Personal profile


Smita is a Senior Lecturer in Intellectual Property Law  in Edinburgh Law School. She studied at the University of Buckingham (LLB (Hons)), the University of Cambridge (LLM), and at Queen's University Belfast (PhD). Before undertaking her doctoral studies, she also practised as an advocate in commercial and intellectual property law.

She combines legal expertise in copyright and related rights with socio-legal research on intellectual property law in the ‘real world’. She has been involved in several RCUK funded research projects that have empirically examined how copyright intersects with the everyday lives and practices of online creative communities, arts and humanities researchers, and professional creators and performers, as well as how creators’ organisations shape copyright policy. Her publications provide a strong representation of artists’ understandings, voices, and concerns, about copyright, as a community separate from other stakeholders, and underline how insights from the lived everyday experiences of copyright challenge existing economic and legal assumptions about both what creative practitioners want and the meanings they associate with legal protections.  She is currently leading a UKRI funded project on Streaming Services in the Music Industry.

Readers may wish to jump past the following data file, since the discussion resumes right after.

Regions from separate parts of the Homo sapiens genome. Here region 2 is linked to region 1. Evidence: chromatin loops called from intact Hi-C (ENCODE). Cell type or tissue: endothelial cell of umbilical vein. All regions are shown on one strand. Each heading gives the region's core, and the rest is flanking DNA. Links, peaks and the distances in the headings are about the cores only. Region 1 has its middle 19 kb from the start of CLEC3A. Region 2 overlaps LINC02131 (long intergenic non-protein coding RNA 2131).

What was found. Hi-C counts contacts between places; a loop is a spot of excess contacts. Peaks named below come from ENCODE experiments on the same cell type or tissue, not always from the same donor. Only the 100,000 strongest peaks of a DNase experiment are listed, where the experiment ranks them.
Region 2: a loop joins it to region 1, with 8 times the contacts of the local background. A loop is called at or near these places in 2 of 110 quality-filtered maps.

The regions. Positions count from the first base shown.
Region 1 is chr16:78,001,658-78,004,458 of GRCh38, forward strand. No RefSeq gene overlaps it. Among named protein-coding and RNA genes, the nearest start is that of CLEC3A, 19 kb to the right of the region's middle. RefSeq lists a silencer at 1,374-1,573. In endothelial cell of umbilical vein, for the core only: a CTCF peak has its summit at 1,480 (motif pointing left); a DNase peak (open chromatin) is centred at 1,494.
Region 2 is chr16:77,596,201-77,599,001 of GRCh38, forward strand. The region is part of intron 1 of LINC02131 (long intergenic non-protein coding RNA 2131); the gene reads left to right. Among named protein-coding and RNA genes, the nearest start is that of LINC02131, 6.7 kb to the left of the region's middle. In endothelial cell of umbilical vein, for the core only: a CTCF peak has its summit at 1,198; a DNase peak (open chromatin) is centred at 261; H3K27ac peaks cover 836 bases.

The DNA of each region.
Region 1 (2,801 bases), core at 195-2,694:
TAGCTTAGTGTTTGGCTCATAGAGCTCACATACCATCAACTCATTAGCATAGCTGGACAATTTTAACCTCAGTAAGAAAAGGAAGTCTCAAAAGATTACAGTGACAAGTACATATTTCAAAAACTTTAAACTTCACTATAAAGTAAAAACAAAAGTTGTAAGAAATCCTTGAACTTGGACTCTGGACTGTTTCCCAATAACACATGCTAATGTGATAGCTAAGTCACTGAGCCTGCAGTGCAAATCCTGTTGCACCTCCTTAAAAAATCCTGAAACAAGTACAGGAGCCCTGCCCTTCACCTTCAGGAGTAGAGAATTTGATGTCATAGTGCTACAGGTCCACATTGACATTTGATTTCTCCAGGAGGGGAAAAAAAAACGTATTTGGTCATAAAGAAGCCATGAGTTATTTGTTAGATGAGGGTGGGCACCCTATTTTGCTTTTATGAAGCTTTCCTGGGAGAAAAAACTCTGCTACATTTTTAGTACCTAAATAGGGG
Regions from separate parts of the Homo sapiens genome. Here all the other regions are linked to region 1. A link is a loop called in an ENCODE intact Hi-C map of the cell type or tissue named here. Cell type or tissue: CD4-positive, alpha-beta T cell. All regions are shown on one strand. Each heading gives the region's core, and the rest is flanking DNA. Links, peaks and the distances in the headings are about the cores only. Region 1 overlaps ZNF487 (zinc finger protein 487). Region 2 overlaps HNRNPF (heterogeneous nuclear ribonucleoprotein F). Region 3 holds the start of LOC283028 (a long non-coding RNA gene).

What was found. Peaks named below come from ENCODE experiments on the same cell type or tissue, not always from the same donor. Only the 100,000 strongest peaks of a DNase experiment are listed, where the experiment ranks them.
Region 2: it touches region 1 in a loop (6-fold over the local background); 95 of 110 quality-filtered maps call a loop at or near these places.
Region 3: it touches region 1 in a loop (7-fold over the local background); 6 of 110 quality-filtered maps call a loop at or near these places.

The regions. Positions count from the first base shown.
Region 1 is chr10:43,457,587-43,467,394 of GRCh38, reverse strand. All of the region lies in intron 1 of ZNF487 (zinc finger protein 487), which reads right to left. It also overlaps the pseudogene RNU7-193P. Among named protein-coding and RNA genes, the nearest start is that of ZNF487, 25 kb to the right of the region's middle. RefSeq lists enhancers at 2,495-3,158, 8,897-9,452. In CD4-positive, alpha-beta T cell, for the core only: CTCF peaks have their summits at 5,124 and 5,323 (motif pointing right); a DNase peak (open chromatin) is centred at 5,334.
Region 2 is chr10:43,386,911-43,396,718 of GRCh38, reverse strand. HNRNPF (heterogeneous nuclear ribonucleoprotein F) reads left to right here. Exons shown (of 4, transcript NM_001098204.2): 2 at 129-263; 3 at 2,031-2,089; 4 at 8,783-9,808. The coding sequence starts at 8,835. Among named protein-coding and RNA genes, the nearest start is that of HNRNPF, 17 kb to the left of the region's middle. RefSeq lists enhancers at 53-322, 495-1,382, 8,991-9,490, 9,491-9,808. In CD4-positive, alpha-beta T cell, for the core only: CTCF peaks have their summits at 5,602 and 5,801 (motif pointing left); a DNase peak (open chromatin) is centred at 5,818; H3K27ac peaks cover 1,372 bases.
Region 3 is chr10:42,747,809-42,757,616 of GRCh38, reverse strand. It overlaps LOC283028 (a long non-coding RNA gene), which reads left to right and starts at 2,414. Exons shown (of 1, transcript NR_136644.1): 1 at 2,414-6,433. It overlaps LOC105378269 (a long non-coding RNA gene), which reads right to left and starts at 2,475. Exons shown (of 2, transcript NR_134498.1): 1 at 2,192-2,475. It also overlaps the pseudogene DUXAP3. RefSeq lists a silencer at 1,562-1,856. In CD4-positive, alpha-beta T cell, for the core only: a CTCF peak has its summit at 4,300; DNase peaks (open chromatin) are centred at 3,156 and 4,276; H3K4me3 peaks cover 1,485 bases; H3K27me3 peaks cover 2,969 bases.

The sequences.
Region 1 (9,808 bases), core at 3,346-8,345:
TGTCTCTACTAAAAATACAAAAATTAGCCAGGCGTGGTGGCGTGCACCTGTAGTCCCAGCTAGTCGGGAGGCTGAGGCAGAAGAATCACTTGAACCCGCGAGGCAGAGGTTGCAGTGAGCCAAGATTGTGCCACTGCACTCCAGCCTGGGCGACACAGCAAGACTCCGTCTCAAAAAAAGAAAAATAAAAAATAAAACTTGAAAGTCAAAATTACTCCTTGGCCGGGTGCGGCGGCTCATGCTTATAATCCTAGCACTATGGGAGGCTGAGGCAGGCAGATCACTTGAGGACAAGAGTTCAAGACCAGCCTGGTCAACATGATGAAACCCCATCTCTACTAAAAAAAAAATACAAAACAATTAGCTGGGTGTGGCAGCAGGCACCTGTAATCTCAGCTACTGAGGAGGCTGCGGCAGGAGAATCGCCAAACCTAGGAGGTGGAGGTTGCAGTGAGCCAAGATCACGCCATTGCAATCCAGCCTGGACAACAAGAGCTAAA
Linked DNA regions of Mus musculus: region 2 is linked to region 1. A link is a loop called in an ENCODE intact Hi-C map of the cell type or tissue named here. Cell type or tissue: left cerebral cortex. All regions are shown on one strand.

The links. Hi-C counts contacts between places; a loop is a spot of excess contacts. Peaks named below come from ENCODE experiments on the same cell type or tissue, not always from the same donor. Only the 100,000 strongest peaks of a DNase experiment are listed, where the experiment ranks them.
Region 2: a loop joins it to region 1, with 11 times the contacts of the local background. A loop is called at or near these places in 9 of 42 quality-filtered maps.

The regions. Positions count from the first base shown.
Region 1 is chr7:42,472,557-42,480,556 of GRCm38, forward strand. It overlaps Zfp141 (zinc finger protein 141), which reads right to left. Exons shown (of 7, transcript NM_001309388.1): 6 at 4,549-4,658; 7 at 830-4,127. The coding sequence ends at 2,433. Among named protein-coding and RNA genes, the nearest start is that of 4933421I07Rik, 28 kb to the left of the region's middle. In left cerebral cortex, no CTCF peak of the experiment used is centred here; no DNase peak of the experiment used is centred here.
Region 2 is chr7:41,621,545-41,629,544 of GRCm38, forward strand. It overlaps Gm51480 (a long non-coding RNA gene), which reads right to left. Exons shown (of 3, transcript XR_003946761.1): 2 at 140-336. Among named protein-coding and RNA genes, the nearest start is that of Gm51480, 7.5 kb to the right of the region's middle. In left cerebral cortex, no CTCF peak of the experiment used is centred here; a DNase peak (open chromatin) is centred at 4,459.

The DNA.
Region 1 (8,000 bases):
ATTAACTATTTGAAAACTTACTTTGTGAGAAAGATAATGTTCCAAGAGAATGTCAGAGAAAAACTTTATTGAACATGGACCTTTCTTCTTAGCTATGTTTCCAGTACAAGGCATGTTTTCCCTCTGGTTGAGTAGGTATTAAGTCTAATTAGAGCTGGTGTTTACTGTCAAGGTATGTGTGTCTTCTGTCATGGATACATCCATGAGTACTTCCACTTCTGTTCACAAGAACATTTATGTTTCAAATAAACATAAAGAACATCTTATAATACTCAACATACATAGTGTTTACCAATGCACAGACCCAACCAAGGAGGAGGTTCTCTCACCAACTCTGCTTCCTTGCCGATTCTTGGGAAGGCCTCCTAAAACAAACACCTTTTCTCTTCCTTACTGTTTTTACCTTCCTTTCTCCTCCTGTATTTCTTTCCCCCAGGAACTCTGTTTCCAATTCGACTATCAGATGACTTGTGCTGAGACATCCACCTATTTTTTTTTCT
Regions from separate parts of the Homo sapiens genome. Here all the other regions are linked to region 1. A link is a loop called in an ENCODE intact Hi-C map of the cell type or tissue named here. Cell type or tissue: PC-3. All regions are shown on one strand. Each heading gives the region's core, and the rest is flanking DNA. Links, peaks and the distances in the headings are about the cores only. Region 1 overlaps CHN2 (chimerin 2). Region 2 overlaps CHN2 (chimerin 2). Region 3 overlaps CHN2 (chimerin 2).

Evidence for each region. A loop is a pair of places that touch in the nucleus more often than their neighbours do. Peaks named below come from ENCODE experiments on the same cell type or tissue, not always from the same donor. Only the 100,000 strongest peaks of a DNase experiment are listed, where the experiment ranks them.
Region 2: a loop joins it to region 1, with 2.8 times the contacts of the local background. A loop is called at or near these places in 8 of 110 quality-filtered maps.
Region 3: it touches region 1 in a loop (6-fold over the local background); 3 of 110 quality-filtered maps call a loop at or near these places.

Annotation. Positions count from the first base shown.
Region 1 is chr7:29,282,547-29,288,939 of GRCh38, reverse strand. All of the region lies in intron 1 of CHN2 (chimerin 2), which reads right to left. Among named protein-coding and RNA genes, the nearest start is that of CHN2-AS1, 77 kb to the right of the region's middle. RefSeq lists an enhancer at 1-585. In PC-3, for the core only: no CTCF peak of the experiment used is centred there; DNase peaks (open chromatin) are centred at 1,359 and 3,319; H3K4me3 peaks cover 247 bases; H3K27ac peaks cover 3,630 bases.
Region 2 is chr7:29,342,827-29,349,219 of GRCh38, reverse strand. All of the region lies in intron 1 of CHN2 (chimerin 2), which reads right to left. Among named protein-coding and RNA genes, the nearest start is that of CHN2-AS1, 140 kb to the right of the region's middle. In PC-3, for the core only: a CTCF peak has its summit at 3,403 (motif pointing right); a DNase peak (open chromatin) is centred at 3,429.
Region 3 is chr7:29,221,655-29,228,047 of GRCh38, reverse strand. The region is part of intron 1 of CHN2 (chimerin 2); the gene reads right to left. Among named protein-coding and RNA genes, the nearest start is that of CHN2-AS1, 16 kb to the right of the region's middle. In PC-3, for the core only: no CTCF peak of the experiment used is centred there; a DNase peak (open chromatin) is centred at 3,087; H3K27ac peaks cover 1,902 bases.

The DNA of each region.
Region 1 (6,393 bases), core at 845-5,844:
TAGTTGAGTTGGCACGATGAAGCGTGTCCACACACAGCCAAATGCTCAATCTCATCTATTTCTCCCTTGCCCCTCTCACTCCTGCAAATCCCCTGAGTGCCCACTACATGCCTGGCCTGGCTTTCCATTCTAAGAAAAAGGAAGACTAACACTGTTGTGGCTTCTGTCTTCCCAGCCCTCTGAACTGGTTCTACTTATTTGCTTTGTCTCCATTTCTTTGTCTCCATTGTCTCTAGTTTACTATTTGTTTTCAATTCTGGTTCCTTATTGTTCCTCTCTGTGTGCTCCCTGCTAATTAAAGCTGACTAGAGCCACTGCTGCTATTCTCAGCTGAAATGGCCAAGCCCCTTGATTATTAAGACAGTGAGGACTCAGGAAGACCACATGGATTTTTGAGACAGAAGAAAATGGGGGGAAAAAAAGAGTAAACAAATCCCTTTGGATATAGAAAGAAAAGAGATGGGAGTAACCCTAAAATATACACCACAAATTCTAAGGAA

Smita has drawn on empirical insights from her projects to contribute to policy discussions (e.g. UK music streaming inquiry; CMO regulation in Kenya), to inform the practice of creative industry organisations and practitioners (e.g. Edinburgh Fringe Central, Society of Young Publishers, Scottish Book Trust, Glasgow Comic Con), and to engage the general public on the role and value of copyright (e.g. Cabaret of Dangerous Ideas shows at the Edinburgh Festival Fringe).

Smita is the founding and acting Programme Director for the on-campus LLM in Intellectual Property Law and teaches on a number of undergraduate and postgraduate intellectual property courses in the Law School. She also contributes to cross-disciplinary teaching on the Edinburgh Futures Institute’s MSc in Creative Industries. She is a co-author of the textbook Contemporary Intellectual Property: Law and Policy (3rd, 4th, and 5th eds, Oxford University Press; 6th ed forthcoming 2023).